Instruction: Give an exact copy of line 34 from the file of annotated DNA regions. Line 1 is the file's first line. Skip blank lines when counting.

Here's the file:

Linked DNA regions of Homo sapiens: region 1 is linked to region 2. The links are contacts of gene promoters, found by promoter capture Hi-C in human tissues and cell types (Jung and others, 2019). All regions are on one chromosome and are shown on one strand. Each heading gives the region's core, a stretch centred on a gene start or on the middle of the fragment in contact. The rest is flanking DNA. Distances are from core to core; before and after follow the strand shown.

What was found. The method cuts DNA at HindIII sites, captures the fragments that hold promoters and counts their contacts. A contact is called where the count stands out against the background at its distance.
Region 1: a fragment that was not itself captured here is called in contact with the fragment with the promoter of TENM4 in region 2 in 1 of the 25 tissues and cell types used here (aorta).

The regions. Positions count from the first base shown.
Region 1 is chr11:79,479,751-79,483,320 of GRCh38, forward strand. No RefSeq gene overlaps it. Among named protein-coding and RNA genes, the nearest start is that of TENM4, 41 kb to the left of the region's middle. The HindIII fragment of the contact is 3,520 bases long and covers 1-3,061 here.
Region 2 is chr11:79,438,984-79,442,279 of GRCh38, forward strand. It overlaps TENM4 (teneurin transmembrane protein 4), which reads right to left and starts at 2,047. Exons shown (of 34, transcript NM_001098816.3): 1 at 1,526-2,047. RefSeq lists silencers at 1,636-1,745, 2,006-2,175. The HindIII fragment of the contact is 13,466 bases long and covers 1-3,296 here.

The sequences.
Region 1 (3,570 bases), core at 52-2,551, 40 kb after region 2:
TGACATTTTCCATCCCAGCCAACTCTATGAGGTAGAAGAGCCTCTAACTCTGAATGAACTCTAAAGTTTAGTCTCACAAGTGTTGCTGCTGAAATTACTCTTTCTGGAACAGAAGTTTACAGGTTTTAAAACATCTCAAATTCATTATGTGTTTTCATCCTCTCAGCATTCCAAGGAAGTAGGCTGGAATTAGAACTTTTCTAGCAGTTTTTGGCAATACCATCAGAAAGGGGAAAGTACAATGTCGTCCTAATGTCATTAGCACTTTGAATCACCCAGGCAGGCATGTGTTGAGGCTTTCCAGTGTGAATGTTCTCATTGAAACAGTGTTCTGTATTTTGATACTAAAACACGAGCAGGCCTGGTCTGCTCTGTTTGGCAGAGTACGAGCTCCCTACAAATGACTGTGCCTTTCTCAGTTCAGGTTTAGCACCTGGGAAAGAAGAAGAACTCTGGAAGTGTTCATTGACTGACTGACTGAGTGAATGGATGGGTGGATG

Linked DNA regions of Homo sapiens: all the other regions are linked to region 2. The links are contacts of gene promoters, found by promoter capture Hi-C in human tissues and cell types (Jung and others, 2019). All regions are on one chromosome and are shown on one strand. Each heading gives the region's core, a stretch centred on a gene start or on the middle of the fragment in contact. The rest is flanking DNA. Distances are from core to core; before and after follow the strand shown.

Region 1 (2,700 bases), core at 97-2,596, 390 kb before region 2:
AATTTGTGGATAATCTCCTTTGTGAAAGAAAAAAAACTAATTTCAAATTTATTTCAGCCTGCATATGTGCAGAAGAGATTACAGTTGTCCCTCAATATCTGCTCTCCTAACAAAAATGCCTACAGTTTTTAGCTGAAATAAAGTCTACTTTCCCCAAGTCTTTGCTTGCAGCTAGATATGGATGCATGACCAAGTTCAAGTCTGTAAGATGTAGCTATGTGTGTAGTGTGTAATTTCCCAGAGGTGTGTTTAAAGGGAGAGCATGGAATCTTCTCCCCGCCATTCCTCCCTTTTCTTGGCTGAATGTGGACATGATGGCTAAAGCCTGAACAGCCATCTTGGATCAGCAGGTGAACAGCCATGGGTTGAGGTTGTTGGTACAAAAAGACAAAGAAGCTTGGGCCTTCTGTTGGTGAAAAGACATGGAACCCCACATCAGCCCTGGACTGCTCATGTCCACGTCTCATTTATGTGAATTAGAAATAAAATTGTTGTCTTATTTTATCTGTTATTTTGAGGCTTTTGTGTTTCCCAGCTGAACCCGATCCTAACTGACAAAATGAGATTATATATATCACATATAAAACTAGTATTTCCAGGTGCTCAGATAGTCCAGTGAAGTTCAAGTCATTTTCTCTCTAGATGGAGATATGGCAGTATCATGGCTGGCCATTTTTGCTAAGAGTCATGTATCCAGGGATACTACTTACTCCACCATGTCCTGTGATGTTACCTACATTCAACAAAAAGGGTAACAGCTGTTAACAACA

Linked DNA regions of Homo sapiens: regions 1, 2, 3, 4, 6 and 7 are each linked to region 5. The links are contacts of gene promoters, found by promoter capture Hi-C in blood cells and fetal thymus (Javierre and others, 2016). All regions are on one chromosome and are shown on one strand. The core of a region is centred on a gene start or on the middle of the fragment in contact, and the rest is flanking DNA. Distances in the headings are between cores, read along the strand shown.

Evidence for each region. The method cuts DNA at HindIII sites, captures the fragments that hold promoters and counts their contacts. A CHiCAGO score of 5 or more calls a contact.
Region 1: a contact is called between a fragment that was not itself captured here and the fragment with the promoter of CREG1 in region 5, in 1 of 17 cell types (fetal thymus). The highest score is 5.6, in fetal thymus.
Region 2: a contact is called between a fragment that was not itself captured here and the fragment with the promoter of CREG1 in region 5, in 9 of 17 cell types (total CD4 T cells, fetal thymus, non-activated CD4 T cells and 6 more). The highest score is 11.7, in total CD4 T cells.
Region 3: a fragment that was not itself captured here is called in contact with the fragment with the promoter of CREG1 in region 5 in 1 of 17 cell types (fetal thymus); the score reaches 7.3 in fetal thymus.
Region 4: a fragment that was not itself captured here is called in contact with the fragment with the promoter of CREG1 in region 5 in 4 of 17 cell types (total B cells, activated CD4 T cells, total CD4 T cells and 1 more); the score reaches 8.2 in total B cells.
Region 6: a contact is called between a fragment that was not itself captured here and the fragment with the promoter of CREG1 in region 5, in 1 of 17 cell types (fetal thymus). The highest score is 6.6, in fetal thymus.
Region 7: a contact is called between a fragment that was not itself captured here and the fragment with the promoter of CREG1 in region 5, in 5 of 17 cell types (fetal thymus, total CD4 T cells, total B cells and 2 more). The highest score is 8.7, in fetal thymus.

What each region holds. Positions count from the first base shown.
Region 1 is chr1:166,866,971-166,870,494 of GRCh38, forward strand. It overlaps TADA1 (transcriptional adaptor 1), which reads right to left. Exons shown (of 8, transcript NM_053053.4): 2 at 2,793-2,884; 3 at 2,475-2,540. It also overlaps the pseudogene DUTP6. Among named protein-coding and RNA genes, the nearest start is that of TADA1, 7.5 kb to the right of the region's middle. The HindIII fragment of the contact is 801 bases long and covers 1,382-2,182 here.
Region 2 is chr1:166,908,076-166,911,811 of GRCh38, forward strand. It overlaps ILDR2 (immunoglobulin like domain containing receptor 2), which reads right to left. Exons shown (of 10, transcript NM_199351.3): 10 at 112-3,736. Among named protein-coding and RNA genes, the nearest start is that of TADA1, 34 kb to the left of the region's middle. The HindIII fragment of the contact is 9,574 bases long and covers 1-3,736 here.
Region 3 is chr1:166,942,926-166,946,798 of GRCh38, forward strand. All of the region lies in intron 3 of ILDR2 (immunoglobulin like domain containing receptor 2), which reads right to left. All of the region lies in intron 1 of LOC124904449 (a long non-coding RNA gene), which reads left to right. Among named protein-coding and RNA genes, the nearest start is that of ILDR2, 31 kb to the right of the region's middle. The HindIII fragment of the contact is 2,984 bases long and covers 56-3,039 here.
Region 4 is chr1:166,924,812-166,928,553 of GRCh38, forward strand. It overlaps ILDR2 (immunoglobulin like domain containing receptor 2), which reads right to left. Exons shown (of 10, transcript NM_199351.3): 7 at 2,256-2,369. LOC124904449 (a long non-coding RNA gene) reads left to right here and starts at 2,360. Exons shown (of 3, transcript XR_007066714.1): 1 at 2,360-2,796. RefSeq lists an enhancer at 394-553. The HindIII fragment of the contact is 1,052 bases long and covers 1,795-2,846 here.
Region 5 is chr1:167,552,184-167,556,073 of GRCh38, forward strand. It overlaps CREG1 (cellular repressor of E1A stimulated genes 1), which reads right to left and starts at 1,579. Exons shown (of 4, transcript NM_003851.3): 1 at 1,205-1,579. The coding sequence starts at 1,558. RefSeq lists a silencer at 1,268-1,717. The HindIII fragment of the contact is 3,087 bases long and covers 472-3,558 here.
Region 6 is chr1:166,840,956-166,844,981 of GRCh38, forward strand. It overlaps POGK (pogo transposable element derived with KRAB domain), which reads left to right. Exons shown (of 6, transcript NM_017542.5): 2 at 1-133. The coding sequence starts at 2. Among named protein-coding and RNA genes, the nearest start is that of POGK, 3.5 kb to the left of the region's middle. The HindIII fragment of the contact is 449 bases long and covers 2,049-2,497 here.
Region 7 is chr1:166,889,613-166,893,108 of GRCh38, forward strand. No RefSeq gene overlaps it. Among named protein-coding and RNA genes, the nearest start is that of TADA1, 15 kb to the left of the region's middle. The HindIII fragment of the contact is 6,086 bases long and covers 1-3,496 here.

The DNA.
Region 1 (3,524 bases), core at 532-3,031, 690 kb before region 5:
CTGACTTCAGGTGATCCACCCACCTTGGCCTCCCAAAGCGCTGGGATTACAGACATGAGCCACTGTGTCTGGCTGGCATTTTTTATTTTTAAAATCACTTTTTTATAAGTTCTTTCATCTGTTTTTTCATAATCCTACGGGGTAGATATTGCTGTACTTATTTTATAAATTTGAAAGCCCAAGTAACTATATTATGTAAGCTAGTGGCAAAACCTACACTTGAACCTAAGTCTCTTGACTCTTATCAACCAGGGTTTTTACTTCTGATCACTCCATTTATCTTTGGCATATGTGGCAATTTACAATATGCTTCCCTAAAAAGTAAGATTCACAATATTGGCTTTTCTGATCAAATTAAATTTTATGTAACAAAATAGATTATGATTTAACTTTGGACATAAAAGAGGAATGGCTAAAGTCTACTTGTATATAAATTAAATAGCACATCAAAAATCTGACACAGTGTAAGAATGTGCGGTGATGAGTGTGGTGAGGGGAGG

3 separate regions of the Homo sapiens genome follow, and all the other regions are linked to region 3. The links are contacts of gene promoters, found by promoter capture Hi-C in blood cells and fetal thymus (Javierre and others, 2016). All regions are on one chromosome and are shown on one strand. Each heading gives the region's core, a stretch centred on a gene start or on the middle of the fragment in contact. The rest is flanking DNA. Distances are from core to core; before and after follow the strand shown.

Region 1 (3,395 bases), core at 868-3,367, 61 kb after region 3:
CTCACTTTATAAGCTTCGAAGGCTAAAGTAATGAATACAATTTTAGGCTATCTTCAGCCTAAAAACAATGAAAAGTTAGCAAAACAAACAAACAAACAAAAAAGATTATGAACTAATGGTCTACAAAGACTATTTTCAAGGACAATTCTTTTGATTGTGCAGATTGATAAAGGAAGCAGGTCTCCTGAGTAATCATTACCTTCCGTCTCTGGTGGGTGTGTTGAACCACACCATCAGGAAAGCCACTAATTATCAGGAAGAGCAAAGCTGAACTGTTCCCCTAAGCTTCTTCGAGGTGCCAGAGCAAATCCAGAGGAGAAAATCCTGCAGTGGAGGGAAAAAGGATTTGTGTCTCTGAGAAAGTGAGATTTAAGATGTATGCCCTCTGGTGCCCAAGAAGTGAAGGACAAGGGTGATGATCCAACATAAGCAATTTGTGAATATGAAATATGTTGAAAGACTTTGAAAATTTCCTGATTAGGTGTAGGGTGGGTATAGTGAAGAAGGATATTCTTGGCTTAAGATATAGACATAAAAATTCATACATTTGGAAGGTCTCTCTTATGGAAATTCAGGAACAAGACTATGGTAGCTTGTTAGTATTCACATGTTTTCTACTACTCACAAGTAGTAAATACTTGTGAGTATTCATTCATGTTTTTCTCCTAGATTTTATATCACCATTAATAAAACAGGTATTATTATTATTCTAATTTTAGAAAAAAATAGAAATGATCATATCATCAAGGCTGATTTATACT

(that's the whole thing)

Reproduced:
CTCACTTTATAAGCTTCGAAGGCTAAAGTAATGAATACAATTTTAGGCTATCTTCAGCCTAAAAACAATGAAAAGTTAGCAAAACAAACAAACAAACAAAAAAGATTATGAACTAATGGTCTACAAAGACTATTTTCAAGGACAATTCTTTTGATTGTGCAGATTGATAAAGGAAGCAGGTCTCCTGAGTAATCATTACCTTCCGTCTCTGGTGGGTGTGTTGAACCACACCATCAGGAAAGCCACTAATTATCAGGAAGAGCAAAGCTGAACTGTTCCCCTAAGCTTCTTCGAGGTGCCAGAGCAAATCCAGAGGAGAAAATCCTGCAGTGGAGGGAAAAAGGATTTGTGTCTCTGAGAAAGTGAGATTTAAGATGTATGCCCTCTGGTGCCCAAGAAGTGAAGGACAAGGGTGATGATCCAACATAAGCAATTTGTGAATATGAAATATGTTGAAAGACTTTGAAAATTTCCTGATTAGGTGTAGGGTGGGTATAGTGAAGAAGGATATTCTTGGCTTAAGATATAGACATAAAAATTCATACATTTGGAAGGTCTCTCTTATGGAAATTCAGGAACAAGACTATGGTAGCTTGTTAGTATTCACATGTTTTCTACTACTCACAAGTAGTAAATACTTGTGAGTATTCATTCATGTTTTTCTCCTAGATTTTATATCACCATTAATAAAACAGGTATTATTATTATTCTAATTTTAGAAAAAAATAGAAATGATCATATCATCAAGGCTGATTTATACT